Pham Hong Hanh – Give Thanks

I spend many quiet nights alone with Thelonious Monk’s Himself and Bill Evans’s Conversation With Myself. For the holidays, however, I’ll be hanging out with Pham Hong Hanh—a fine pianist with a master degree in solo piano performance and pedagogy from McGill University—and her inspirational Give Thanks album for a spiritual, semi-classic experience.

When it comes to church music, I must confess that I am not too familiar with religious compositions. In fact, the only recognizable tune for me on the album is “O Holy Night,” and her rendition is a glorious one. She begins with a choppy intro, which reminds me of Monk’s angular style, but her virtuosity reveals once she glides into the harmony, and gives a fresh and lively delivery.

Give Thanks is an ingenious solo piano album that is filled with divine power. From the opening “I Sing Praises” to the ending “Give Thanks,” she expresses her love to Christ through music, and she connects with music through her piano. While “Glory to His Name” and “Leaning on the Everlasting Arms” are relax, calm with breathless ease, “Praise Him! Praise Him!” and “Awesome God” are spontaneous with sonorous details. And the recitals that keep me coming back again and again are “As the Deer” and “Angels We Have Heard on High.” Her nimble style, in which she sprinkles the high keys to produce a cascading sound, is irresistable.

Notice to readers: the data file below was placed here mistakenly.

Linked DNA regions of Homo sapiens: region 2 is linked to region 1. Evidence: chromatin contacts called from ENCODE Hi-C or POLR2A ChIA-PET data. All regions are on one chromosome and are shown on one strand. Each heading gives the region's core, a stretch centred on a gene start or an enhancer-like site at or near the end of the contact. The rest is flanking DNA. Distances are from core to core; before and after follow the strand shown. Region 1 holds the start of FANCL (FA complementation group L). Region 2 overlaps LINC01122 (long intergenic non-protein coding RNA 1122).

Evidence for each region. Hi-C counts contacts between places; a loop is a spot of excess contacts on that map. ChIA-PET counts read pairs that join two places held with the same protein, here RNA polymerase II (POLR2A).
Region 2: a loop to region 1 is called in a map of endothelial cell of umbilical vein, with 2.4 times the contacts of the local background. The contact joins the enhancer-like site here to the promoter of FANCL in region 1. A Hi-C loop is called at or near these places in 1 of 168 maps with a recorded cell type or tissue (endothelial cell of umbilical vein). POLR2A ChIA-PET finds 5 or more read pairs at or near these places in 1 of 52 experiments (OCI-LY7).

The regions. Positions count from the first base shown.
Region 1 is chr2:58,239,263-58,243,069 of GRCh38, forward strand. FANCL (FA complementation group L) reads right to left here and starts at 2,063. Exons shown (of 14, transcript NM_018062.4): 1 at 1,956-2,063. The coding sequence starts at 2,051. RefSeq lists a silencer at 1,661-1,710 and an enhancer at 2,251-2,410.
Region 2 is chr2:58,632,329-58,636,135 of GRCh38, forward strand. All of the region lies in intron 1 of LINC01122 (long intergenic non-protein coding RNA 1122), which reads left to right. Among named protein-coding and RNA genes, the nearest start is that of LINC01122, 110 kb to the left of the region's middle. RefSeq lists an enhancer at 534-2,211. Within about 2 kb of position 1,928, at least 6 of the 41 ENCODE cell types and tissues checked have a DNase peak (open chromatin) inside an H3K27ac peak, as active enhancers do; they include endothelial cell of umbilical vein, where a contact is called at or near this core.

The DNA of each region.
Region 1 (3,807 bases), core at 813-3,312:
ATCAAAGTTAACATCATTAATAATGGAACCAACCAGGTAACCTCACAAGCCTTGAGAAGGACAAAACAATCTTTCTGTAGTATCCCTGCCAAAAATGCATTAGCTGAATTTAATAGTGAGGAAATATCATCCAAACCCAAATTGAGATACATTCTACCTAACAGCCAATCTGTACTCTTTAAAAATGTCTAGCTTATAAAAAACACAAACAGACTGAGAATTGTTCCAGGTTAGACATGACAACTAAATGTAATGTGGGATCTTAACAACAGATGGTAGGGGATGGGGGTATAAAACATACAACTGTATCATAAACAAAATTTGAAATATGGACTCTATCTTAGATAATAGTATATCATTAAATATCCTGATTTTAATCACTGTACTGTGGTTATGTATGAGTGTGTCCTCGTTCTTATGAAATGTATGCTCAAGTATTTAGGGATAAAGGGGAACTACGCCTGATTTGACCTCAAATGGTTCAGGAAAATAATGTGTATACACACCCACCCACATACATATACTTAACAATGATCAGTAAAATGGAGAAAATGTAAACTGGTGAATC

Thank goodness, the album was shipped on time for the holiday season. I was expecting it to be in my office a couple of days ago; therefore, I kept on checking my work mailbox, and nothing showed up. As I shut down my computer, and ready to hit the road, something prompted me to check it one more time before I leave, and there it was. As a result, my four-hour trip from Poughkeepsie, New York to Lancaster, Pennsylvania was a smooth ride with nothing else in my car stereo but soul-soothing solo piano presentation from Pham Hong Hanh. I left at 2:30 in the afternoon, and by the time I arrived, which was around 6:30 in the evening, the album’s spellbounds, aesthetic beauties, and ethereal chords had already crept up on me, especially when the darkness of the night took over.